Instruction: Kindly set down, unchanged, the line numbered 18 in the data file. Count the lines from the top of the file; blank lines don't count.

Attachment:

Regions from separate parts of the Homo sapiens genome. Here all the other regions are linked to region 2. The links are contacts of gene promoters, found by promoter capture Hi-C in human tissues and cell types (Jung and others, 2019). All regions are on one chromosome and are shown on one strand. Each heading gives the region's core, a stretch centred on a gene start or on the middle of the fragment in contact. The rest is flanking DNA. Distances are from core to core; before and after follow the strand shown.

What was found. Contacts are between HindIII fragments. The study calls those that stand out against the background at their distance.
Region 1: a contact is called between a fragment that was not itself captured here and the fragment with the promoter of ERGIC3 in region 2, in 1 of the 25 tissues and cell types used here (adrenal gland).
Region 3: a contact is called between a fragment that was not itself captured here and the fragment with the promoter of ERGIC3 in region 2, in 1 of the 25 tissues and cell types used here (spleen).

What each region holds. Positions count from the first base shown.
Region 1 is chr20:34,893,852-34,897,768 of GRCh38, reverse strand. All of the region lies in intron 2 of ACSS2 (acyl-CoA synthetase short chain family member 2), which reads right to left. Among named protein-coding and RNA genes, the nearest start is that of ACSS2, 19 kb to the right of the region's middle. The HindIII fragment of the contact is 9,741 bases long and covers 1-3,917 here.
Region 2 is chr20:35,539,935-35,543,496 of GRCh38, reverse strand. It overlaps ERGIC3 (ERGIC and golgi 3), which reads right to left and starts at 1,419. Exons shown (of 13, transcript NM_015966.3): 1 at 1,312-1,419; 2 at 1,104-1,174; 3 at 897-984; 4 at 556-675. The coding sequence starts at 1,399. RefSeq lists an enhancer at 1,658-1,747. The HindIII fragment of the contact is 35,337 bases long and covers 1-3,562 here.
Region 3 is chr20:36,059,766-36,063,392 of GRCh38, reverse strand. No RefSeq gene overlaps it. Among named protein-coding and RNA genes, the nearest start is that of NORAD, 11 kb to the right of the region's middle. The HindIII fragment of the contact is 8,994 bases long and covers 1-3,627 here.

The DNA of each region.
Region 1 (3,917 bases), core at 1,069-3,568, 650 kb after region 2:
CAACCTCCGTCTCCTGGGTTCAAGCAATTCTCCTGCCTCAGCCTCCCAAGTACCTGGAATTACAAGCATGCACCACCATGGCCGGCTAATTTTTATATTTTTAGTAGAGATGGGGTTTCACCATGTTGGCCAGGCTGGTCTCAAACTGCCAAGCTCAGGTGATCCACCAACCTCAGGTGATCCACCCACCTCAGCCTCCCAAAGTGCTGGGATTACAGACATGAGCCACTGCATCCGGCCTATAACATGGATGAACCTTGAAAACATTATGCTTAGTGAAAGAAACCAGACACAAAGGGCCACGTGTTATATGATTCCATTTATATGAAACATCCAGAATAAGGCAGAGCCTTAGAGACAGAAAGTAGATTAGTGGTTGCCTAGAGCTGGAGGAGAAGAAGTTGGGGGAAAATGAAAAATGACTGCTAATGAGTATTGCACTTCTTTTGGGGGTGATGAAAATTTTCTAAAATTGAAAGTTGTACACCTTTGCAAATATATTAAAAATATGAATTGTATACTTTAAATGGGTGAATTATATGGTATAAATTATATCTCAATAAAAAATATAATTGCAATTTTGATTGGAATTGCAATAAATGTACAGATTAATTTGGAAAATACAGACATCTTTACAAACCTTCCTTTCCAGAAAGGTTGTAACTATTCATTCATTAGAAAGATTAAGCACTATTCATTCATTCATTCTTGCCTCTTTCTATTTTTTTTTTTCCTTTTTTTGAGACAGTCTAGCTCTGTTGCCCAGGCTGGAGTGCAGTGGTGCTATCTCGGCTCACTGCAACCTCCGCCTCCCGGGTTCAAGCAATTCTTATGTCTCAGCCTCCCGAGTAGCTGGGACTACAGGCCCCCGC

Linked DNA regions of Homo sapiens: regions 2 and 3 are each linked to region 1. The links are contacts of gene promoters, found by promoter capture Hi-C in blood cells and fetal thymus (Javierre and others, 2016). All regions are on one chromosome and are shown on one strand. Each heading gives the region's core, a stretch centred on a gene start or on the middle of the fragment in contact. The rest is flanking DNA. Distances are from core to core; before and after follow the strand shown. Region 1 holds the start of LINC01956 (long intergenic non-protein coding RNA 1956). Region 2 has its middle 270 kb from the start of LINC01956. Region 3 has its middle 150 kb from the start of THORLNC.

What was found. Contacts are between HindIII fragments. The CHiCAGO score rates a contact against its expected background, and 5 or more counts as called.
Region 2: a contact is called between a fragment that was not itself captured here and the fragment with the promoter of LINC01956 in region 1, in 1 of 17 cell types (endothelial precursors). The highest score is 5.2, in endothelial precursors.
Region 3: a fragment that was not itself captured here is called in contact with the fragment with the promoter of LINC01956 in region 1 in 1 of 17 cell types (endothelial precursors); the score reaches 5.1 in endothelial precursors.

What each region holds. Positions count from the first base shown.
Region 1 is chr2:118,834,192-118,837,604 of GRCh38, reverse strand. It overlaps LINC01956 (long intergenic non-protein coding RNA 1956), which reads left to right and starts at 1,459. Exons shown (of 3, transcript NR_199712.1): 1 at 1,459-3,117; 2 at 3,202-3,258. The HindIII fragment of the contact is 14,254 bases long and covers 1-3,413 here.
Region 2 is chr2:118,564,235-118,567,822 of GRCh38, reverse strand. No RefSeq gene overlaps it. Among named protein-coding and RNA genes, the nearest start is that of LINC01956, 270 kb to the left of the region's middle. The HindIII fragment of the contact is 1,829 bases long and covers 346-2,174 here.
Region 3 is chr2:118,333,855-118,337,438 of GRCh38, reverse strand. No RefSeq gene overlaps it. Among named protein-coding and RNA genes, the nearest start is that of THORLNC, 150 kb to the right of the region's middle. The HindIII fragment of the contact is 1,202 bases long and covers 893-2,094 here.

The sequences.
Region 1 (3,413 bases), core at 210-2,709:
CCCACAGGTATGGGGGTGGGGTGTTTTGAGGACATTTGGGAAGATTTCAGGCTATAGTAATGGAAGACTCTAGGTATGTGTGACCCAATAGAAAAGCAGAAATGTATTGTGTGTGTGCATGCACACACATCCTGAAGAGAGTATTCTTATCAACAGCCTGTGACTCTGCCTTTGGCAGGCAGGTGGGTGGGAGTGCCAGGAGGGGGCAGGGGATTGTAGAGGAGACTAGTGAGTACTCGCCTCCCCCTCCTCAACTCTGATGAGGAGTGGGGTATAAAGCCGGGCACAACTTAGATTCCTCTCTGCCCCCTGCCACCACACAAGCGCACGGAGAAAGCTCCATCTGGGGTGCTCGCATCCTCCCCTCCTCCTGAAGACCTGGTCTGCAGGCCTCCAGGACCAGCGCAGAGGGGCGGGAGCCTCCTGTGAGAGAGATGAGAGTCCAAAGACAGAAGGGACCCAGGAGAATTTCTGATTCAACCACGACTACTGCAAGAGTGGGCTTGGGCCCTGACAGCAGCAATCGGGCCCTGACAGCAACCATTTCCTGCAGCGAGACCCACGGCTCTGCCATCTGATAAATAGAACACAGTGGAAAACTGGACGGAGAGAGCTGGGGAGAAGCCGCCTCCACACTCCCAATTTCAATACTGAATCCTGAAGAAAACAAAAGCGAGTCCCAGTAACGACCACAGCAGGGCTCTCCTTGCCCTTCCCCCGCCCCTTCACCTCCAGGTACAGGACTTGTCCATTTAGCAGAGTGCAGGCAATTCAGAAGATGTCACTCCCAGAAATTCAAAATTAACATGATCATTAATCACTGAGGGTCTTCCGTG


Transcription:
Region 2 is chr2:118,564,235-118,567,822 of GRCh38, reverse strand. No RefSeq gene overlaps it. Among named protein-coding and RNA genes, the nearest start is that of LINC01956, 270 kb to the left of the region's middle. The HindIII fragment of the contact is 1,829 bases long and covers 346-2,174 here.